By Sharon Davis

We’re moving on this month to a decade that saw punk fashion reacting strongly against the hippie movement when fetish fashion, ripped fishnet stockings, safety pins in clothes and on the body and heavy eyeliner worn by both sexes, replaced sheepskin vests, baja jackets, bell bottoms, kaftans and flower power motifs.  It was a culture change from a peaceful to an aggressive generation.  And, my, didn’t the music change with it. I know what this gentle soul preferred!

However, as we re-visit the eighties let’s gently ease ourselves in with the top selling single of February 1987, the Grammy award winning  “I Knew You Were Waiting For Me” from Aretha Franklin and George Michael; the fourth Anglo-American duettists to hit the top. This song fulfilled George’s ambition to record with the Queen of Soul which, as it turned out, was her only British chart topper. The duet was his third consecutive number one since Wham split up (“Careless Whisper” and “A Different Corner”) and was the first he hadn’t written himself.  It was also Aretha’s fourth top ten entrant since “I Say A Little Prayer” two decades earlier. Taking the composing credit were Dennis Morgan and Simon Climie, the latter unknown at the time but who went on to have success a year later as Climie Fisher.  Ironically, patiently sitting below the top spot were Wham’s backing singers, Pepsi and Shirlie, with their debut “Heartache” which didn’t reach the top.  Giving them their birth names, Helen “Pepsi” DeMacque and Shirlie Holliman,  this single was followed by “Goodbye Stranger” to peak at number nine.  Shirlie’s original singing partner, Dee C Lee, left to join Style Council and later married Paul Weller, the group’s lead singer.   That’s nicely rounded off that story, so let’s move on.

One of the landmark records in the history of house music peaked at number three this month, namely, Steve “Silk” Hurley’s “Jack Your Body”.  So what exactly was this new kind of music which had nothing to do with bricks and mortar, I hear you ask?  Well, simply put, it was a type of electronic dance music created by nightclub DJs and record producers in Chicago.  Or, to be even more technical, the music was generally characterised by repetitive 4/4 beats, off-beat hi-hat cymbals, synthesised bass lines with a drum machine beating out the rhythm. Think I’ll stick with the simple version!  “Jack Your Body” which, by all accounts, is slang for ‘dance’ or ‘move enthusiastically’ was the first UK chart topper to achieve the majority of its sales in the 12” disc format, and, unsurprisingly, was the only number one since the birth of BBC Radio 1 in September 1967 not to be played prior to reaching the pole position.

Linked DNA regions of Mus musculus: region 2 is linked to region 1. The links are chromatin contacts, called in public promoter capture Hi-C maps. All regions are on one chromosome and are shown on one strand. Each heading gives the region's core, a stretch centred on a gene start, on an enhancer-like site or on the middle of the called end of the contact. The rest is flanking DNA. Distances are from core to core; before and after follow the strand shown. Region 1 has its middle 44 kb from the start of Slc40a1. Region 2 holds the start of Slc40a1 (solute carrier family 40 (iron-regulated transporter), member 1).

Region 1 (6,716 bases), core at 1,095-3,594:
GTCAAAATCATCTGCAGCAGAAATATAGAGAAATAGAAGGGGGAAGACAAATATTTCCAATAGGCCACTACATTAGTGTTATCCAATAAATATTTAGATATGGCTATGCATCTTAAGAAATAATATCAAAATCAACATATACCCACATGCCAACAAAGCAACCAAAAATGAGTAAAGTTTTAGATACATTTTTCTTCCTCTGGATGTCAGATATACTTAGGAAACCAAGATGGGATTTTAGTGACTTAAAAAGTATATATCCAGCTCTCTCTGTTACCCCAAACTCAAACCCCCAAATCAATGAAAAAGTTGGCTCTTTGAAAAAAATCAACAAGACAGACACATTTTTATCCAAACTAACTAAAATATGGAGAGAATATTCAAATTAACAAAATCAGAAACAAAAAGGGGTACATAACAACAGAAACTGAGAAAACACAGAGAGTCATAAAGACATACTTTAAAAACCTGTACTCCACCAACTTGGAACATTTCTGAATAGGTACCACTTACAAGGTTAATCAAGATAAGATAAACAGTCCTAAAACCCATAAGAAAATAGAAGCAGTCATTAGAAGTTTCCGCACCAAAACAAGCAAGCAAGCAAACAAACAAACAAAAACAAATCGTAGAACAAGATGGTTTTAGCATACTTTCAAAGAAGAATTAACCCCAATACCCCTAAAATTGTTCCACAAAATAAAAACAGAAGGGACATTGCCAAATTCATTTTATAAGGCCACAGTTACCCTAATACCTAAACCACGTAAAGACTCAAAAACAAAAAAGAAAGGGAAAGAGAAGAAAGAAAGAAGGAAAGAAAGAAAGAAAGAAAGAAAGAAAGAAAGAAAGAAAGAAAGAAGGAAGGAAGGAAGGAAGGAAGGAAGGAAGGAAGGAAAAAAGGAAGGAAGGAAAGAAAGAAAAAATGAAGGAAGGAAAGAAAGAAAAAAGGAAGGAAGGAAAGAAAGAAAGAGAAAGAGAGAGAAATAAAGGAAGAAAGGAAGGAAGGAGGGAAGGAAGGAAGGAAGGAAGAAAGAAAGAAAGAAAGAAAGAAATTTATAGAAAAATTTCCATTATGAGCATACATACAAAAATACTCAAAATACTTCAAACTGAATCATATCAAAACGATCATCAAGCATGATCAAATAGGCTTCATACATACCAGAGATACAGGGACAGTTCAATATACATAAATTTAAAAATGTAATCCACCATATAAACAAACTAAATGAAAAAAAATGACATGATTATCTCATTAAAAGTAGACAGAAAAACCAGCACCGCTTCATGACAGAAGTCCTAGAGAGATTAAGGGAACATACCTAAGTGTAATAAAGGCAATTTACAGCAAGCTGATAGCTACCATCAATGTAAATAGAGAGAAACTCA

Anyway, much more to my liking was the chart climbing track “Almaz” from the established R&B and jazz songstress Randy Crawford.  This heartfelt ballad, written by the singer, was about two Eritrean refugees who were Randy’s neighbours. “I witnessed this perfect love affair between them, although she was considerably younger than him” Randy explained in an interview at the time of the single’s release. “(They were a) beautiful couple with their baby. As refugees they were looking for a world where love survives.”  The single followed the hits “Street Life” where Randy performed with The Crusaders, and her solo smash, the evergreen “One Day I’ll Fly Away”.  As an aside here, the British arm of the music industry honoured Ms Crawford when, in 1982, she won Best British Female Solo Artist at the Brit Awards in recognition of her popularity over here.  Quite an exceptional feat for an American singer!